Teubner - Husmann House (November 1847)
When his new wife’s father was killed, her twenty year old brother, George Husmann moved in with the newlyweds and began a two year apprenticeship under his brother-in-law. By 1850, Teubner’s vineyard produced 700 gallons of wine.
After completing construction of a press house / wine cellar for his business, and a grand brick mansion for his family’s home, Carl Teubner died unexpectedly in September of 1851. The two buildings remain on the farm as his legacy. When George Husmann got word of his brother-in-law's death, he returned from a trip to the California gold mines, and assumed the management of the nursery and winery operation for his sister. in 1854, when Josephine Husmann Teubner died during the cholera epidemic, George also assumed guardianship of his young nephews, ages four and two.
Husmann - Manwaring Nursery (1858)
George Husmann was becoming well known for his expanding expertise in grape growing techniques.He wrote many books and articles, and started horticulture organizations which brought the Missouri wine industry to national attention.
Husmann developed a nursery and fruit tree farm that became known throughout the Midwest as a model business, providing grape plants, fruit trees, and more exotic plants and seeds from Europe and Asia to customers across the United States. Evidence of this eclectic tree farm still exists on the property in the form of a majestic ginkgo tree (one the largest in America) still standing next to the grand brick home Tuebner built.
In May of 1858, Husmann was joined by Charles Manwaring, of Geneva New York, to form Hermann Nurseries, which by 1860 ranked as the largest, most profitable business in Gasconade County. Husmann and Manwaring became two of the wealthiest residents in the area.
With the onset of the Civil War, both Husmann and Manwaring took leave of their business and joined the Union Army. In June of 1863 Captain Charles Manwaring was appointed Provost-Marshal for the Second District and was stationed in St. Louis. In May of 1864, during a trip home to Hermann to visit his wife and young son, Charles Manwaring was killed by Confederates while attempting to capture Rebel bushwhackers on the Hermann wharf. The fallen farmer, now local Civil War hero, was buried at the cemetery located on the Farm, near the graves of Charles and Josephine Teubner.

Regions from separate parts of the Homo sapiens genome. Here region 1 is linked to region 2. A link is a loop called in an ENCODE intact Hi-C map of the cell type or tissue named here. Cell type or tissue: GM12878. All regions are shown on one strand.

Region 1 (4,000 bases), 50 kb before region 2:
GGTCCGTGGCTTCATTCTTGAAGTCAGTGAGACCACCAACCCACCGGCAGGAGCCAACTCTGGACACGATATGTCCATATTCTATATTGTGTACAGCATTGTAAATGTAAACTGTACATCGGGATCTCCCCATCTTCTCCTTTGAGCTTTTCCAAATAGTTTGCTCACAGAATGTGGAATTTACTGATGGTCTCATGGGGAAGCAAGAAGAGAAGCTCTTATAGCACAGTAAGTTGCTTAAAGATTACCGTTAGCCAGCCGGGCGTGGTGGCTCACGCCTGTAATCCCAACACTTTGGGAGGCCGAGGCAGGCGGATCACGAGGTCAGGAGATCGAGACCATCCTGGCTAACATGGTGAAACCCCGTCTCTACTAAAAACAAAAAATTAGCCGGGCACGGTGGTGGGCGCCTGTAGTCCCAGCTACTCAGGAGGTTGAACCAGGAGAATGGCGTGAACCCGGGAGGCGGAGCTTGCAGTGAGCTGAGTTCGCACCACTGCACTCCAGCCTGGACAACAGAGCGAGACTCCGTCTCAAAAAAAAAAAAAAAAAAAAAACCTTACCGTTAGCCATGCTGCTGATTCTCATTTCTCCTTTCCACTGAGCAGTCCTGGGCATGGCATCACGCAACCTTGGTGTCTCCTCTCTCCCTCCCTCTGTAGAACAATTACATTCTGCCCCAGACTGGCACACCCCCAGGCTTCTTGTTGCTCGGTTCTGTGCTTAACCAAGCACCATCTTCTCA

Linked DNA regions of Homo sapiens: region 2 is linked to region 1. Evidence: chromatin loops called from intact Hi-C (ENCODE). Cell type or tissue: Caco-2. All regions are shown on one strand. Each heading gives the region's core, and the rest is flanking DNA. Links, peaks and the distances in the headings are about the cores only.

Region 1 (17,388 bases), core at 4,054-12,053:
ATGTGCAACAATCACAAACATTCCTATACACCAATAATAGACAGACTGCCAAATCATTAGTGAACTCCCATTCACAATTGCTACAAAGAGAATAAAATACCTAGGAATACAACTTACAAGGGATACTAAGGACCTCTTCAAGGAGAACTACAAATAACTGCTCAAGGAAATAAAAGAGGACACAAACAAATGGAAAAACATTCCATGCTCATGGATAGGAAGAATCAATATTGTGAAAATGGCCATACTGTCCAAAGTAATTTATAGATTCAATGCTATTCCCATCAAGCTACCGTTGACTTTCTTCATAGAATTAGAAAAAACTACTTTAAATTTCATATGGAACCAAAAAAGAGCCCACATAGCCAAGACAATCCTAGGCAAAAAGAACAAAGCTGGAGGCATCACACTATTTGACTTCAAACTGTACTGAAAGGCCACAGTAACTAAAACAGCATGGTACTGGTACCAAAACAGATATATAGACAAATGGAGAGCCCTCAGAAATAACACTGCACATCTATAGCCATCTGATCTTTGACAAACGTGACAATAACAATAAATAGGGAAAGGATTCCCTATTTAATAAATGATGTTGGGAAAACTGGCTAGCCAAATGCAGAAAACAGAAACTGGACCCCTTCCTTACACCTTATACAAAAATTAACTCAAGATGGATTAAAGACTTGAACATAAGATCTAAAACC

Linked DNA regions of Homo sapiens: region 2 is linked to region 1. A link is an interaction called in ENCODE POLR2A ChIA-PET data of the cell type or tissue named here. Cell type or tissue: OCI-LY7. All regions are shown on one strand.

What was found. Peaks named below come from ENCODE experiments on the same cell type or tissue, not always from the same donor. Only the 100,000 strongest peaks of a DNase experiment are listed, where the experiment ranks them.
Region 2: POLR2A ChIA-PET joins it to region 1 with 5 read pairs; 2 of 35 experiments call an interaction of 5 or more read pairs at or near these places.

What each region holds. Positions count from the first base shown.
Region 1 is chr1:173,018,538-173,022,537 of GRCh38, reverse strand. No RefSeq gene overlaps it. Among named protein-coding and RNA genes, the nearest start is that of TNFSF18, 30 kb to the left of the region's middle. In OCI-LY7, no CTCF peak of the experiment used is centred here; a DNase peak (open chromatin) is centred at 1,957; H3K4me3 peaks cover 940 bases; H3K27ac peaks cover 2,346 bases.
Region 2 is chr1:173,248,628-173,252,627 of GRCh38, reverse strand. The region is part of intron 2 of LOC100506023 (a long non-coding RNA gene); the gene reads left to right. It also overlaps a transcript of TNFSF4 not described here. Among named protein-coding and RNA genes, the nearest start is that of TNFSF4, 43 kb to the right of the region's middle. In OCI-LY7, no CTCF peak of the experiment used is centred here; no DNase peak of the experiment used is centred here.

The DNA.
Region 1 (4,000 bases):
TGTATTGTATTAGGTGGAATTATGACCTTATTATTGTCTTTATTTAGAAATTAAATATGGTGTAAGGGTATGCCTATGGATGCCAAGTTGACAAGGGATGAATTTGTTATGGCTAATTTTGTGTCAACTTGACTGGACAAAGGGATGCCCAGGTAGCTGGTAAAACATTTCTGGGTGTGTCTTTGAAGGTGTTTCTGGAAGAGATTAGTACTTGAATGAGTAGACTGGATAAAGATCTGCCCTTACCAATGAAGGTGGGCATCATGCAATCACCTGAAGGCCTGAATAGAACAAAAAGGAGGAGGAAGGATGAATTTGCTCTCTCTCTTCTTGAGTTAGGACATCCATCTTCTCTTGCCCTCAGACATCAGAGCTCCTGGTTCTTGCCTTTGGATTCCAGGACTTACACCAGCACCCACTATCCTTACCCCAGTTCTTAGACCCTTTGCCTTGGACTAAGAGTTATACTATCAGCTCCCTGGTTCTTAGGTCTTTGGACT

In October of 1864, General Marmaduke’s Confederate forces camped on the Husmann farm, destroying thousands of fruit trees and vines, and emptying the hillside cellar, after drinking all they could consume over a two-day period before marching to Jefferson City.
After the war ended, Husmann's nephew took over the wine making responsibilities and Husmann moved across the river from Hermann to start a new venture.
Kallmeyer Family Farm (October 14, 1908)
For the last l00 years the site of Hermann Farm has been owned and farmed by the Kallmeyer family, as a dairy farm, and then as an important horse and mule farm and livestock dealer, providing working animals to farms throughout the Missouri, as well as supplying mules and horses to the U.S. Army in Europe in both World War I and II. Under the careful stewardship of the Kallmeyers and their relatives, the farm, house, press house / wine cellar, and the surrounding hillside have been well preserved, maintaining their historic appearance into the 21st century.